Unique program brings sisters, students together at MND
By Walt Schaefer
For The Catholic Telegraph
Sister of Notre Dame de Namur Damienne Grismer plans to learn how to knit.
“These girls are going to make me,” said Sister Damienne with a laugh. “A lot of my fellow sisters doubt I’ll knit, that it’s ever going to happen. But, of course, I’m going to try.”
Her knitting “teachers” are all seniors at Mount Notre Dame High School in Reading. The school is an athletic field away from the convent on Columbia Avenue. The proximity of the convent to the school has enabled Mount Notre Dame to offer a one-of-a-kind extracurricular activity — the Adopt-a-Sister program.
Among the students who have “adopted” Sister Damienne are Rachel Rein of Blue Ash; Caroline Warning of Montgomery and Moriah Flynn of Mason.
“Right away we clicked with Sister Damienne. It’s her sense of humor. We can laugh together,” Waring said. “The relationship has really grown since our sophomore year and I really value it and I want to continue it after I graduate. I feel like we really bonded over things even though we’re from different generations.”
Rein called the experience “unique. It was different from what I was expecting because of Sister Damienne’s (outgoing) personality and we love it.”
Flynn has not been with Sister Damienne since her sophomore year. “I had another sister and she passed away and Sister Damienne was really welcoming to me because everyone else had already been with her for a year. I remember the first meeting and she gave us Hershey Kisses.”
Sister Paula Marie Becker has coordinated the program for the past 18 years. It has existed for more than 20 years and has spawned two other programs — Strolling with the Sisters, where students help wheelchair-bound sisters enjoy outdoor walks, and Crafting with the Sisters, where students and sisters work together on craft projects.
There are more than 120 of the 700 girls in the school who participate in the Adopt-a-Sister Club and it is open to sophomores, junior and seniors. More students participate in Adopt-a-Sister than any other extracurricular activity at the school. About 25 of some 100 sisters who reside at the convent volunteer in the program. They range in age from 70 to 90. Others are unable to participate due to age or health reasons, while still others are younger and still in full-time ministry.
“I have a waiting list,” Sister Paula Marie said. “I don’t have enough sisters from the convent.”
“The purpose is to develop relationships and companionship between two generations,” said Sister Paula Marie. “I put the girls in groups of four or five and assign them to one sister. During the year, at least once a month, it is their responsibility to arrange a time for the group to go over after school to the convent to meet with their sister. Many go more than once a month but the requirement is once a month.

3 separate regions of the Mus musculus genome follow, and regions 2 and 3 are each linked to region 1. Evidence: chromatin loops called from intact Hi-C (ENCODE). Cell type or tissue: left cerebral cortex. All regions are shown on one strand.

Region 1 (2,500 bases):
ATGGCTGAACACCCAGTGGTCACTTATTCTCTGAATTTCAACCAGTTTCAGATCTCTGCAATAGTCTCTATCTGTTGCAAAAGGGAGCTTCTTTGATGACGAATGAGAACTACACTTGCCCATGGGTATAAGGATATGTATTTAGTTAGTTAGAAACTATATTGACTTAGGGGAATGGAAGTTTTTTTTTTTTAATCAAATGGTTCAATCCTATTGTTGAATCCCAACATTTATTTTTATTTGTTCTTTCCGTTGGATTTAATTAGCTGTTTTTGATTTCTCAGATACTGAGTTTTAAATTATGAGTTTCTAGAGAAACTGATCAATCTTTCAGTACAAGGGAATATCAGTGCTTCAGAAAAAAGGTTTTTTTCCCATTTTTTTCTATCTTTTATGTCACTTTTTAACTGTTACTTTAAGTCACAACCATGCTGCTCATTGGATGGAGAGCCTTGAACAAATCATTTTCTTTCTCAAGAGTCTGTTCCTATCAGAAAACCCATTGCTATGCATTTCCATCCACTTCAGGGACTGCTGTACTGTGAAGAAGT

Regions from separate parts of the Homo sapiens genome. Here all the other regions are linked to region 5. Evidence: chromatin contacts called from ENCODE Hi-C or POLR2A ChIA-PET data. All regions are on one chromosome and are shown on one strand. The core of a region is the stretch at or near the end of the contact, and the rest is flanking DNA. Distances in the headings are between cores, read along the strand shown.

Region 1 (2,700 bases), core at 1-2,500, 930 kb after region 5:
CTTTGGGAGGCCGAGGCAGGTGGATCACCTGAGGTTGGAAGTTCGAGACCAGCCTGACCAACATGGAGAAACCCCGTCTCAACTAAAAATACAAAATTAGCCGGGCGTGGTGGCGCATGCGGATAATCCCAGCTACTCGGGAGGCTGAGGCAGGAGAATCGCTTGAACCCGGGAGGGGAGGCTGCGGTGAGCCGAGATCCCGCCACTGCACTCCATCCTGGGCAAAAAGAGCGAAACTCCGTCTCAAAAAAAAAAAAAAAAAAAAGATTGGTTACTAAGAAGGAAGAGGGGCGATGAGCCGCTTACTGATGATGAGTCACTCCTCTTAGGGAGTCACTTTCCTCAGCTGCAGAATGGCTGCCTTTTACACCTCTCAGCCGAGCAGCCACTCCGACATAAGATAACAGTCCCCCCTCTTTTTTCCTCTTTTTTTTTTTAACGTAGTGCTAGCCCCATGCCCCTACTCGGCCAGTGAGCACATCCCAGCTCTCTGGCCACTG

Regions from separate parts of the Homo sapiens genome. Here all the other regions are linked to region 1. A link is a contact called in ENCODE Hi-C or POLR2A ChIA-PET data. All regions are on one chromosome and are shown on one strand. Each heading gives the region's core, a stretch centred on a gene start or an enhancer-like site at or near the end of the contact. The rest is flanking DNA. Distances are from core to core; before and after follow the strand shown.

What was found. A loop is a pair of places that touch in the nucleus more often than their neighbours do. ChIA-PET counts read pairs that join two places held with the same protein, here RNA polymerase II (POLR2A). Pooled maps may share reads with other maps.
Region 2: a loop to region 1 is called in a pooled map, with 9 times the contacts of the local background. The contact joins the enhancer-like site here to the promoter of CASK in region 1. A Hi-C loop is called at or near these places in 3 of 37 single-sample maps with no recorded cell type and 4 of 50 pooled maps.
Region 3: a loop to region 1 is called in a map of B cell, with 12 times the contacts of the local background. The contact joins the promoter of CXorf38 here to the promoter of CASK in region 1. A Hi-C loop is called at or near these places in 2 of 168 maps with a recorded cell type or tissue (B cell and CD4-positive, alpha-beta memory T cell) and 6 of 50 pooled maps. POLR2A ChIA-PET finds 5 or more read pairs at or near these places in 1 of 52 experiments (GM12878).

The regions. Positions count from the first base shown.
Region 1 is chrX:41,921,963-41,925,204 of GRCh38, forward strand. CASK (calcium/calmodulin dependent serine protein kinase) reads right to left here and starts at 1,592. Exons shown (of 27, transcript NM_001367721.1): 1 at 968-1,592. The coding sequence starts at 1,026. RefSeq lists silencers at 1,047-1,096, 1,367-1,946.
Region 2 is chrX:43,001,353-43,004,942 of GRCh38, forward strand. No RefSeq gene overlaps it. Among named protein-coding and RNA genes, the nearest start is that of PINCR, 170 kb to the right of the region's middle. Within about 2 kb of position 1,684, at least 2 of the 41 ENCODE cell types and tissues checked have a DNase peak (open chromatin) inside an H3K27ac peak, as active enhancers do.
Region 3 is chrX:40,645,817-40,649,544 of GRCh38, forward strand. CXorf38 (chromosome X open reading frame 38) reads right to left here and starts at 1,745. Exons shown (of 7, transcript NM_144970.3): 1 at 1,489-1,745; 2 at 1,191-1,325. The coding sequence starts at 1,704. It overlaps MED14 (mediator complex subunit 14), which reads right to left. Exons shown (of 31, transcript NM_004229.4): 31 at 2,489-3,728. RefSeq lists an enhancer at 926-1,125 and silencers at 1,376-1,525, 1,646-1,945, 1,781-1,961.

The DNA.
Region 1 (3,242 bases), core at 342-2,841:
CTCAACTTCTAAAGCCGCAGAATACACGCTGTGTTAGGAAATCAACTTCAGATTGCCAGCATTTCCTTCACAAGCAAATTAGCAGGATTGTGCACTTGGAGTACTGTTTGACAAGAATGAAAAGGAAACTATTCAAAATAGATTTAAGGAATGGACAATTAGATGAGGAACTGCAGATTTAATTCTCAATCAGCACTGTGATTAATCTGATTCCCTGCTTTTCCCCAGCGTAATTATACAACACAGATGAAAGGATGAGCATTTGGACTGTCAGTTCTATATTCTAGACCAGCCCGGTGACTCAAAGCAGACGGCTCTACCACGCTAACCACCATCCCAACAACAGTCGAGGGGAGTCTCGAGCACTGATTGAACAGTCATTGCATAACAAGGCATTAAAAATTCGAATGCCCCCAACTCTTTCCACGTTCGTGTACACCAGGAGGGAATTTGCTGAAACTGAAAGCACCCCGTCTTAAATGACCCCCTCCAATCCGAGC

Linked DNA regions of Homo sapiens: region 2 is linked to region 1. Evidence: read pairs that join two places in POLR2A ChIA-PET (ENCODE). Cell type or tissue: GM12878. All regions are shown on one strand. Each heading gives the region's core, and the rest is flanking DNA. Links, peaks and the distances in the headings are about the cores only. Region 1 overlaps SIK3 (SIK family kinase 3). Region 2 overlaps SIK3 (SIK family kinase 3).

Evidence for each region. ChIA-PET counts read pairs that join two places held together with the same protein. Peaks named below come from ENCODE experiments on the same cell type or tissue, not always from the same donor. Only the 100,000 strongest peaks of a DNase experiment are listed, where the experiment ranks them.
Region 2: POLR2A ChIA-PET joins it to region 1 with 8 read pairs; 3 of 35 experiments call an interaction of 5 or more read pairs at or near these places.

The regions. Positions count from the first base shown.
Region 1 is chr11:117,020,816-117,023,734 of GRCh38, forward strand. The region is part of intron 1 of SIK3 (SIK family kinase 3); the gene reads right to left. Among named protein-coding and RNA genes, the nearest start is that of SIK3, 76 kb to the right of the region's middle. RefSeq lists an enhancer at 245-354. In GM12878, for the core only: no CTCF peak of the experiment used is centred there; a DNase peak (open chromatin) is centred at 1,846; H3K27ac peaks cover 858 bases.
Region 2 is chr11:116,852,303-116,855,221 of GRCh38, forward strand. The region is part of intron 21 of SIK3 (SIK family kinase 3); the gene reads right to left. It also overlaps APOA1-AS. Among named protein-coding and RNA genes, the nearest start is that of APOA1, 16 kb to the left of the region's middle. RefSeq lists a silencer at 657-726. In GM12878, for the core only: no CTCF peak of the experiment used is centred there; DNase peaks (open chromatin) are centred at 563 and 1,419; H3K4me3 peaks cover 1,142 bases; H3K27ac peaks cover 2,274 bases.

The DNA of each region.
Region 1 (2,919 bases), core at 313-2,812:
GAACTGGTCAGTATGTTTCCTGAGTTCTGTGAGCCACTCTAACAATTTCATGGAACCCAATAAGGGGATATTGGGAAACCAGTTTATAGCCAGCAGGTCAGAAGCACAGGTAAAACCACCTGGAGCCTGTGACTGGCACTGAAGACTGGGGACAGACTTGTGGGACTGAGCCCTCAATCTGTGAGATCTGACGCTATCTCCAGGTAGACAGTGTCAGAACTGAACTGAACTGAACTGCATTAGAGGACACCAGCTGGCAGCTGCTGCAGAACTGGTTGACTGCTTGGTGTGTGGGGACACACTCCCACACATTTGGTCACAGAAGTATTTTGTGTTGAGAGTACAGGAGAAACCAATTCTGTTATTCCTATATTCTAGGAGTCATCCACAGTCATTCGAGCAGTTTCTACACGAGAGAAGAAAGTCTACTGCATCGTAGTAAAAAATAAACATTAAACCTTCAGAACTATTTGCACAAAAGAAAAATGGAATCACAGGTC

“What happens is companionship and a relationship is built and there is communication with another generation. The goal is really to absorb the wisdom of an older generation and to bring the newness of life and energy to the older generation. The goal is reciprocal. The hope is that both groups profit.”
Groups are diverse. “Some will just go and talk about their lives, hobbies, what they’re doing in school. They talk about families. They talk about problems they are encountering. The sister will share things about her life. When she did her ministry. How she liked her ministry. Many want to know why she became a sister. What is it like to become a sister?” Sister Paula Marie said.
“They do things with the sisters, as well, after a lot of the communication becomes natural. They may decide to do a craft and take it to a rest home or go to visit the sisters in the rest home here. They always celebrate birthdays. They have a party. They have gone to restaurants. They have invited sisters to plays at school or to the athletic field to watch soccer or field hockey games.
“A lot of times they might bring a picnic lunch to eat with sister on a day when they may have just a half a day of school. Occasionally, they may accompany the sister to the 9 a.m. Mass at the convent. If they want to take them out to breakfast on a Saturday or Sunday, some do that. It also exposes young ladies to the vocation of religious life,” Sister Paula Marie said.
Sister Damienne, in her 80s, enjoyed a long ministry in education starting at St. Joseph School in Hamilton. She taught in Dayton and Columbus and Reading. She taught at Chaminade-Julienne High School in Dayton. She developed and led a GED program in Chicago for five years.
“These are wonderful girls,” Sister Damienne said of her Adopt-a-Sister group. “They are young. They are interesting. They have their lives ahead of them and they are looking forward to living. They are accepting and they are warm and I’m looking forward to keeping in touch. I have all of their phone numbers.”
The students think Sister Damienne is wonderful as well.
“I was really looking forward to developing a unique bond and it has become that kind of experience,” said Rein, who plans to become a veterinarian. “I don’t know where else I would be able to be in a program like this.”
Waring said she wanted to be in the program since her freshman year. “I love helping my grandma, being with her, talking with her. I love being with Sister Damienne and I feel like maybe I’ll go into a profession involving older people. I’m looking at occupational therapy for stroke victims, people who are suffering. I really want to be involved in something like that.”
Flynn said: “My sister, Sarah, went to Mount Notre Dame, and was in the program. She told me about all the stuff she was doing and all of the opportunities this brought her and I knew it was something I wanted to do when I got here. I’m grateful it is continuing for future students.”
This story originally appeared in the December 2014 print edition of The Catholic Telegraph.